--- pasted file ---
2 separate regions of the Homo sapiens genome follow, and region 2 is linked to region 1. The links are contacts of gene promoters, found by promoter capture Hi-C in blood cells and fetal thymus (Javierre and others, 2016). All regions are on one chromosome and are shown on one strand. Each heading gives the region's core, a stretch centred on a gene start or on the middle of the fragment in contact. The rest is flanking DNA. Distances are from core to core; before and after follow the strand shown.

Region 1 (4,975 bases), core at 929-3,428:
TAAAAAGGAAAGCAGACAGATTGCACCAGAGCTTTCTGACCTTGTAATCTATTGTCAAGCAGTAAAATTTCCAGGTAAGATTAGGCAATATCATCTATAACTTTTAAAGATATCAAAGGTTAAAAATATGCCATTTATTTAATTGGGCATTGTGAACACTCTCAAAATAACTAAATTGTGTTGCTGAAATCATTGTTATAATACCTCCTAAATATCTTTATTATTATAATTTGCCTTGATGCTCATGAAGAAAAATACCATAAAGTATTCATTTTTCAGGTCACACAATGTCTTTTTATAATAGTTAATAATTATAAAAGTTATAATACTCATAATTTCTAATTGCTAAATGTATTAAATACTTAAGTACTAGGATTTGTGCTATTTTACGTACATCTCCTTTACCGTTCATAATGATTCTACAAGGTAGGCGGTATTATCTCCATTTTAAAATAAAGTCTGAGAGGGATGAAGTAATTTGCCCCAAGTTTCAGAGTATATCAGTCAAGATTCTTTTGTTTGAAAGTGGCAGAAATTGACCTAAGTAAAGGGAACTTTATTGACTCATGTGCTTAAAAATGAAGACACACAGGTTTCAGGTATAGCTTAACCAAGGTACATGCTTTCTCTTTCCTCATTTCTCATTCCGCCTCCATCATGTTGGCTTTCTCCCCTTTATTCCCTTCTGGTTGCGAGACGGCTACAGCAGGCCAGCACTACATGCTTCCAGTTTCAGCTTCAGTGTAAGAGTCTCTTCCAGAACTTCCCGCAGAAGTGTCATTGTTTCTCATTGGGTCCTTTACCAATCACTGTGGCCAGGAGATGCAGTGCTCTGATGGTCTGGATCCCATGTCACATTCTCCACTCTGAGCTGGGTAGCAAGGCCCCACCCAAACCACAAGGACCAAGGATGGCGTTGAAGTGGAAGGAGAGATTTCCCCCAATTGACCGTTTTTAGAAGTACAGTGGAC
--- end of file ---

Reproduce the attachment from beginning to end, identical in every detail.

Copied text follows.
2 separate regions of the Homo sapiens genome follow, and region 2 is linked to region 1. The links are contacts of gene promoters, found by promoter capture Hi-C in blood cells and fetal thymus (Javierre and others, 2016). All regions are on one chromosome and are shown on one strand. Each heading gives the region's core, a stretch centred on a gene start or on the middle of the fragment in contact. The rest is flanking DNA. Distances are from core to core; before and after follow the strand shown.

Region 1 (4,975 bases), core at 929-3,428:
TAAAAAGGAAAGCAGACAGATTGCACCAGAGCTTTCTGACCTTGTAATCTATTGTCAAGCAGTAAAATTTCCAGGTAAGATTAGGCAATATCATCTATAACTTTTAAAGATATCAAAGGTTAAAAATATGCCATTTATTTAATTGGGCATTGTGAACACTCTCAAAATAACTAAATTGTGTTGCTGAAATCATTGTTATAATACCTCCTAAATATCTTTATTATTATAATTTGCCTTGATGCTCATGAAGAAAAATACCATAAAGTATTCATTTTTCAGGTCACACAATGTCTTTTTATAATAGTTAATAATTATAAAAGTTATAATACTCATAATTTCTAATTGCTAAATGTATTAAATACTTAAGTACTAGGATTTGTGCTATTTTACGTACATCTCCTTTACCGTTCATAATGATTCTACAAGGTAGGCGGTATTATCTCCATTTTAAAATAAAGTCTGAGAGGGATGAAGTAATTTGCCCCAAGTTTCAGAGTATATCAGTCAAGATTCTTTTGTTTGAAAGTGGCAGAAATTGACCTAAGTAAAGGGAACTTTATTGACTCATGTGCTTAAAAATGAAGACACACAGGTTTCAGGTATAGCTTAACCAAGGTACATGCTTTCTCTTTCCTCATTTCTCATTCCGCCTCCATCATGTTGGCTTTCTCCCCTTTATTCCCTTCTGGTTGCGAGACGGCTACAGCAGGCCAGCACTACATGCTTCCAGTTTCAGCTTCAGTGTAAGAGTCTCTTCCAGAACTTCCCGCAGAAGTGTCATTGTTTCTCATTGGGTCCTTTACCAATCACTGTGGCCAGGAGATGCAGTGCTCTGATGGTCTGGATCCCATGTCACATTCTCCACTCTGAGCTGGGTAGCAAGGCCCCACCCAAACCACAAGGACCAAGGATGGCGTTGAAGTGGAAGGAGAGATTTCCCCCAATTGACCGTTTTTAGAAGTACAGTGGAC